Earlier this month, I was honored to be renewed as a Microsoft MVP. This is the third year in a row I have received this award.
Although Microsoft is not specific about criteria, I believe that I receive this award primarily because I've been willing to share whatever knowledge I have with those around me. This community involvement, helps Microsoft to evangelize their products and it happens to be something I enjoy doing.
For me, there are two main benefits of the Microsoft MVP Award.
1. It is recognition that I'm doing some good in the world and that my skills don't suck. I won't pretend that peer recognition is not important to me. I get warm and fuzzy when I earn the respect of someone I respect and this is some pretty nice validation.
2. I get to attend the Microsoft Global MVP Summit. I go to a lot of conferences and each has its strength, but the MVP Summit attracts a high concentration of really smart people. Attendees get to see the next version of Microsoft products and even provide feedback to affect the direction of the development of these projects. But for me, the best part of the conference is the chance to talk face-to-face with authors, speakers, bloggers, and product team members. Many times, I've had the chance to meet someone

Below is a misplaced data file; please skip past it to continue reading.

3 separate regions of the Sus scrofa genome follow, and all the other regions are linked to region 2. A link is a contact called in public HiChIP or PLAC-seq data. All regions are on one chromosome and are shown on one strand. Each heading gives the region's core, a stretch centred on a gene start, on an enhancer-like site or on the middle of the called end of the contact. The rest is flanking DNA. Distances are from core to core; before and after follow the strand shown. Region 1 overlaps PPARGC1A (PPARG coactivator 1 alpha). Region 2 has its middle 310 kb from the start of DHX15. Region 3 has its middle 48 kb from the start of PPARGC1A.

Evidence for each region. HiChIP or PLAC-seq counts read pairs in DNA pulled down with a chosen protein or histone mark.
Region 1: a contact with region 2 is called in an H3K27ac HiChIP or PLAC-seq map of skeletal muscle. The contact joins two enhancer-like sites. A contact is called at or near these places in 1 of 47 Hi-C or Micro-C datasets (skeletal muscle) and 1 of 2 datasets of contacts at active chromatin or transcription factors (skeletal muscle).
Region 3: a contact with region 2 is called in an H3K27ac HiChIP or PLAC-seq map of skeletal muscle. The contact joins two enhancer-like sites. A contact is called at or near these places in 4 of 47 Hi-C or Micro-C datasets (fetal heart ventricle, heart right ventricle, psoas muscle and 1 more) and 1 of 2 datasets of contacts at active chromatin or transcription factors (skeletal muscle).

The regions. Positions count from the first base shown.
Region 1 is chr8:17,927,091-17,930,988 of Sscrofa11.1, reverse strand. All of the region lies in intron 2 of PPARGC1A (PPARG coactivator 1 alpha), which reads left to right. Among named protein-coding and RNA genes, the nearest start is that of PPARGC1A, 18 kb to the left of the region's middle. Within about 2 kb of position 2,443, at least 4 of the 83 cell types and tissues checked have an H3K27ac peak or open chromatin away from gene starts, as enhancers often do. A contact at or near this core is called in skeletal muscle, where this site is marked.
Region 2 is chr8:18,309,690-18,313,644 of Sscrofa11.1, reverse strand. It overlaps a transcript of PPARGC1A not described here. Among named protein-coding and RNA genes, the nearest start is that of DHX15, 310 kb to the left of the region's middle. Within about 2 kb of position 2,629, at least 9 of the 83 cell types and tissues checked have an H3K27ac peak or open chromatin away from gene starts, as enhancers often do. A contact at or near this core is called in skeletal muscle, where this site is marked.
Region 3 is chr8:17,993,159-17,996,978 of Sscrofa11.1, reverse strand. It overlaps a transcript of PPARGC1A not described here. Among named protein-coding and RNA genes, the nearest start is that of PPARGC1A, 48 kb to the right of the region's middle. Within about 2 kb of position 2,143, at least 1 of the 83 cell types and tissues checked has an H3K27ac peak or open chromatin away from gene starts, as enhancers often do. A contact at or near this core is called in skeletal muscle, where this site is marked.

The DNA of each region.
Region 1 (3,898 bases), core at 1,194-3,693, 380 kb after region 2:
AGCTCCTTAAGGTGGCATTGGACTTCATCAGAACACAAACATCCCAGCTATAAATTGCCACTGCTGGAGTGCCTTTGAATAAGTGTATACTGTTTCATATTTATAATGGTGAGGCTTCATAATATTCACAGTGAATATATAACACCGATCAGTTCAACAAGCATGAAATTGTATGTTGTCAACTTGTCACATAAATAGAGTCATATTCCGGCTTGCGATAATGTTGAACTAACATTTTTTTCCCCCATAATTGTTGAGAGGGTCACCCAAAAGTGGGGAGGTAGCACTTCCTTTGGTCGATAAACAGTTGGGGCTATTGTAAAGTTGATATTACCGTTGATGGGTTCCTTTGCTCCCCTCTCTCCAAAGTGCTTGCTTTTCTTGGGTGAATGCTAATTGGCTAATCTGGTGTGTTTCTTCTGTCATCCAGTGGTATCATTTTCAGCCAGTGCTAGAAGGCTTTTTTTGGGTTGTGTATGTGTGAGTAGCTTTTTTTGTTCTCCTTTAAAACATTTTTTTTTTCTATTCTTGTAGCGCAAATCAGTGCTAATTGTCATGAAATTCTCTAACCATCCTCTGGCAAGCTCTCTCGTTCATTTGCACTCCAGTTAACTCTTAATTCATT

The MVP program does provide other benefits - most notably free software, both from Microsoft and from its many partners. But, for the most part, I could receive this through my work or my user group anyway.
As with most awards, many others helped me to earn this one. The volunteers at the Great Lakes Area .NET User Group (GANG); the speakers who traveled to Detroit for GANG; the conference organizers and user group leaders who invited me to speak at their events; and INETA, Sogeti, and Telerik, who helped by financially supporting my travels, making it possible for me to speak far from home; and everyone who agreed to appear on my TV show.
Recently, a well-respected member of the Developer Community started a debate on Twitter, questioning the value of receiving an MVP award. I cannot speak for him, but the advantages I listed above are enough incentive for me to fill out a brief form every spring.
The best part of this deal is that I'm rewarded for doing what I love and what I would be doing anyway.